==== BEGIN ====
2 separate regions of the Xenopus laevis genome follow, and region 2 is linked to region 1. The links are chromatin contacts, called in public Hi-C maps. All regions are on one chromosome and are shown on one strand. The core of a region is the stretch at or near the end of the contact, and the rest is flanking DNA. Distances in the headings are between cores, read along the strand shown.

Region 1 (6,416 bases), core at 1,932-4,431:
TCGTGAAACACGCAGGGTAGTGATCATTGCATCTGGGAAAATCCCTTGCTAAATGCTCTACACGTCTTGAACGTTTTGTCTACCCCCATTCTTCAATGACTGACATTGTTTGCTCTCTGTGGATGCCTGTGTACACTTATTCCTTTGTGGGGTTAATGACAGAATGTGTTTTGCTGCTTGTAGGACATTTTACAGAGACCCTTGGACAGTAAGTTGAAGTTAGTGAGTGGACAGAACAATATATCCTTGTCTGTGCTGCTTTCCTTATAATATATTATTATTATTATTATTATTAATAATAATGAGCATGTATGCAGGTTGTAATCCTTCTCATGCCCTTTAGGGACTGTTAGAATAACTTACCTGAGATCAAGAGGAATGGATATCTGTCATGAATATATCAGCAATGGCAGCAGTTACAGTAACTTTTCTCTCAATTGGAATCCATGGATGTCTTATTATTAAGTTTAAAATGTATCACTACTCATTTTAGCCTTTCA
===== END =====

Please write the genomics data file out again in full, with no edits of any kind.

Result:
2 separate regions of the Xenopus laevis genome follow, and region 2 is linked to region 1. The links are chromatin contacts, called in public Hi-C maps. All regions are on one chromosome and are shown on one strand. The core of a region is the stretch at or near the end of the contact, and the rest is flanking DNA. Distances in the headings are between cores, read along the strand shown.

Region 1 (6,416 bases), core at 1,932-4,431:
TCGTGAAACACGCAGGGTAGTGATCATTGCATCTGGGAAAATCCCTTGCTAAATGCTCTACACGTCTTGAACGTTTTGTCTACCCCCATTCTTCAATGACTGACATTGTTTGCTCTCTGTGGATGCCTGTGTACACTTATTCCTTTGTGGGGTTAATGACAGAATGTGTTTTGCTGCTTGTAGGACATTTTACAGAGACCCTTGGACAGTAAGTTGAAGTTAGTGAGTGGACAGAACAATATATCCTTGTCTGTGCTGCTTTCCTTATAATATATTATTATTATTATTATTATTAATAATAATGAGCATGTATGCAGGTTGTAATCCTTCTCATGCCCTTTAGGGACTGTTAGAATAACTTACCTGAGATCAAGAGGAATGGATATCTGTCATGAATATATCAGCAATGGCAGCAGTTACAGTAACTTTTCTCTCAATTGGAATCCATGGATGTCTTATTATTAAGTTTAAAATGTATCACTACTCATTTTAGCCTTTCA